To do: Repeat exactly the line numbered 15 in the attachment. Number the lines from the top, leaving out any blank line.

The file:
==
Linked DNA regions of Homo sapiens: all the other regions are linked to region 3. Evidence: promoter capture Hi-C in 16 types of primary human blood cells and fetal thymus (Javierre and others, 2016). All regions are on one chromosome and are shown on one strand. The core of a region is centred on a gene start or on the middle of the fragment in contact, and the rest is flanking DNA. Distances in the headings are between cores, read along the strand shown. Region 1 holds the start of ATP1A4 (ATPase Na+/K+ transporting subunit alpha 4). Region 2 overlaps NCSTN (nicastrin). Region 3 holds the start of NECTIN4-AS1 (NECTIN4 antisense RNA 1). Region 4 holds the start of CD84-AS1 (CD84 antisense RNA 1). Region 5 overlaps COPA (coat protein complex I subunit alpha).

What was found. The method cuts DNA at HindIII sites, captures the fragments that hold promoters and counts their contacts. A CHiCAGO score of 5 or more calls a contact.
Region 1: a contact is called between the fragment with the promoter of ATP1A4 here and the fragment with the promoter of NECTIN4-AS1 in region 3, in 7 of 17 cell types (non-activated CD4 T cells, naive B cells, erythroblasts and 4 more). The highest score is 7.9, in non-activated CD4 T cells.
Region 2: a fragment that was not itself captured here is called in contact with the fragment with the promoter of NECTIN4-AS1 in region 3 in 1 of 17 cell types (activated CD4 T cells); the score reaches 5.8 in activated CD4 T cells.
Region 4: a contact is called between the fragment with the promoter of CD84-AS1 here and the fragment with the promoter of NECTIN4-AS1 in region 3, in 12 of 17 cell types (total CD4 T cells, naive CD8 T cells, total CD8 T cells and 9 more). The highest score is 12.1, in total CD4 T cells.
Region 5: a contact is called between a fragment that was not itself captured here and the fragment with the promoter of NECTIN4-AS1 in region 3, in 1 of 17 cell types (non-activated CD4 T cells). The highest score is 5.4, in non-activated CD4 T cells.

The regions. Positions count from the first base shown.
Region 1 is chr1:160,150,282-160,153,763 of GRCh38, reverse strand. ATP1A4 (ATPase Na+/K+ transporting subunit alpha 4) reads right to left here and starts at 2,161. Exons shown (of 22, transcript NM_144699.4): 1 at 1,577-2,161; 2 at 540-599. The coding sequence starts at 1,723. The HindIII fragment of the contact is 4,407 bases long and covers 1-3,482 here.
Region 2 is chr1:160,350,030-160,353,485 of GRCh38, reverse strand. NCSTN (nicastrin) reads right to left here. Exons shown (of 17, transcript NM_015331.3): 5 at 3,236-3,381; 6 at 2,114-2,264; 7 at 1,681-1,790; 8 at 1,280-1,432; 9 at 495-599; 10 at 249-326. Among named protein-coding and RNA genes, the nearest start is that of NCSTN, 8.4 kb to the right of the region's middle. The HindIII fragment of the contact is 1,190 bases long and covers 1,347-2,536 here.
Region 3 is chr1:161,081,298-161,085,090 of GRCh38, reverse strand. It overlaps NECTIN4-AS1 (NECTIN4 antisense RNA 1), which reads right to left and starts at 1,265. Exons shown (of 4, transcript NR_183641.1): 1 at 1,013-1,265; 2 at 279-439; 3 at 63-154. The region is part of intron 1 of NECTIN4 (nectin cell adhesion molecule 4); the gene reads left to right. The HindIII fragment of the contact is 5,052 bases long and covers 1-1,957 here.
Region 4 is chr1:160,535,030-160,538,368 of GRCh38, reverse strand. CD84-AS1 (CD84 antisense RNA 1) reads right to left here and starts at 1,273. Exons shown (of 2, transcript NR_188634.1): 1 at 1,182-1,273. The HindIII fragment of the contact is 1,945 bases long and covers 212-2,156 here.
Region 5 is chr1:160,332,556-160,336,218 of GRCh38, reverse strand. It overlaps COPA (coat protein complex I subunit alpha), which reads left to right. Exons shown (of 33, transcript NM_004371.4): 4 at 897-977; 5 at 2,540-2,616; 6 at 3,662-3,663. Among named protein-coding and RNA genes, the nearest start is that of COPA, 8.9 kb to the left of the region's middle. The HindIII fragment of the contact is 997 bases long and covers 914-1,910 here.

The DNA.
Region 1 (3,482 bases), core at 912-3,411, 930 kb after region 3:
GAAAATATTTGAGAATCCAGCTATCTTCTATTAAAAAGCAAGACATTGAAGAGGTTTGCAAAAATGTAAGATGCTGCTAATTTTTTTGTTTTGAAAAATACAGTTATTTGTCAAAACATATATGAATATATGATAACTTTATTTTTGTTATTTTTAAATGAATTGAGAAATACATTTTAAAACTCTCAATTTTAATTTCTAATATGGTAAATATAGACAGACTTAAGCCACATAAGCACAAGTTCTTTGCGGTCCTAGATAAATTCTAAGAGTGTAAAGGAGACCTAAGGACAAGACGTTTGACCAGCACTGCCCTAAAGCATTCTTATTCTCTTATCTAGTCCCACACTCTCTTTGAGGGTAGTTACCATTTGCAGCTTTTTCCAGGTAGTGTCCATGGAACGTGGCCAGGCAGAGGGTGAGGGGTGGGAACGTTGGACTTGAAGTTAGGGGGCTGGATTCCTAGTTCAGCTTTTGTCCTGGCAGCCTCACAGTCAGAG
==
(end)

GAAAATATTTGAGAATCCAGCTATCTTCTATTAAAAAGCAAGACATTGAAGAGGTTTGCAAAAATGTAAGATGCTGCTAATTTTTTTGTTTTGAAAAATACAGTTATTTGTCAAAACATATATGAATATATGATAACTTTATTTTTGTTATTTTTAAATGAATTGAGAAATACATTTTAAAACTCTCAATTTTAATTTCTAATATGGTAAATATAGACAGACTTAAGCCACATAAGCACAAGTTCTTTGCGGTCCTAGATAAATTCTAAGAGTGTAAAGGAGACCTAAGGACAAGACGTTTGACCAGCACTGCCCTAAAGCATTCTTATTCTCTTATCTAGTCCCACACTCTCTTTGAGGGTAGTTACCATTTGCAGCTTTTTCCAGGTAGTGTCCATGGAACGTGGCCAGGCAGAGGGTGAGGGGTGGGAACGTTGGACTTGAAGTTAGGGGGCTGGATTCCTAGTTCAGCTTTTGTCCTGGCAGCCTCACAGTCAGAG